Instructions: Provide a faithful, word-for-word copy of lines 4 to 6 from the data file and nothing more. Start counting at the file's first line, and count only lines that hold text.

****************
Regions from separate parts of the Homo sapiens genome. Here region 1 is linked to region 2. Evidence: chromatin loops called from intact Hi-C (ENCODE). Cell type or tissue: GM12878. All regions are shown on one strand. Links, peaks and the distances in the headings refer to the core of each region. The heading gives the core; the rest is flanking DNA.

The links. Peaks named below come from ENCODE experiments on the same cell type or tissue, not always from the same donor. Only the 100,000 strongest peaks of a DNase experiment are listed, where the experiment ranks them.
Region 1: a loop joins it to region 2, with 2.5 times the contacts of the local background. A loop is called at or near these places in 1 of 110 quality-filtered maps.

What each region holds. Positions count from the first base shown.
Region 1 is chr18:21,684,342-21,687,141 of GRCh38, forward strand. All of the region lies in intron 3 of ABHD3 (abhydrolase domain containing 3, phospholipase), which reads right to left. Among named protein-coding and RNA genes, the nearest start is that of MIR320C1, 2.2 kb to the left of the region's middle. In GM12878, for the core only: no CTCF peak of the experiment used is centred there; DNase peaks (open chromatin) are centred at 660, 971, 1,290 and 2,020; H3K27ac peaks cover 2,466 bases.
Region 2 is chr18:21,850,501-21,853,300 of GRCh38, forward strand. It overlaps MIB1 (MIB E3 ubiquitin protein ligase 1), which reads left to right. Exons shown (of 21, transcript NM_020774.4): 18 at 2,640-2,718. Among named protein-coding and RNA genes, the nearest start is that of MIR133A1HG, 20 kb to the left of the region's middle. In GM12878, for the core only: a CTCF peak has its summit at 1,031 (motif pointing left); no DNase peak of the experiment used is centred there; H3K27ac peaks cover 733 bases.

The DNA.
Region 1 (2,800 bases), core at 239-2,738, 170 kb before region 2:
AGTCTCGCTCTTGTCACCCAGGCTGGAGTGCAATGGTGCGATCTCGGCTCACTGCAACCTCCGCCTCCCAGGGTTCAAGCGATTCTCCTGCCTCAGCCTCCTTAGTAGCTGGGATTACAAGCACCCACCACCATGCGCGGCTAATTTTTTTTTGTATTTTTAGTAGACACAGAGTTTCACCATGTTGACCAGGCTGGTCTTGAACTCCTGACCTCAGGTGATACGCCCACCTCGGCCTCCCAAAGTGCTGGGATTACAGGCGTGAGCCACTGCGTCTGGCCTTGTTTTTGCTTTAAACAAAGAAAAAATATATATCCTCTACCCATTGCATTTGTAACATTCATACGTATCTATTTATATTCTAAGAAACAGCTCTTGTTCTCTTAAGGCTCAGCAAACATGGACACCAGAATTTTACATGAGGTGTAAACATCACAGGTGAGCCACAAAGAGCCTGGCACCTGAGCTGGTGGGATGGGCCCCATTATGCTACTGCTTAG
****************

What each region holds. Positions count from the first base shown.
Region 1 is chr18:21,684,342-21,687,141 of GRCh38, forward strand. All of the region lies in intron 3 of ABHD3 (abhydrolase domain containing 3, phospholipase), which reads right to left. Among named protein-coding and RNA genes, the nearest start is that of MIR320C1, 2.2 kb to the left of the region's middle. In GM12878, for the core only: no CTCF peak of the experiment used is centred there; DNase peaks (open chromatin) are centred at 660, 971, 1,290 and 2,020; H3K27ac peaks cover 2,466 bases.
Region 2 is chr18:21,850,501-21,853,300 of GRCh38, forward strand. It overlaps MIB1 (MIB E3 ubiquitin protein ligase 1), which reads left to right. Exons shown (of 21, transcript NM_020774.4): 18 at 2,640-2,718. Among named protein-coding and RNA genes, the nearest start is that of MIR133A1HG, 20 kb to the left of the region's middle. In GM12878, for the core only: a CTCF peak has its summit at 1,031 (motif pointing left); no DNase peak of the experiment used is centred there; H3K27ac peaks cover 733 bases.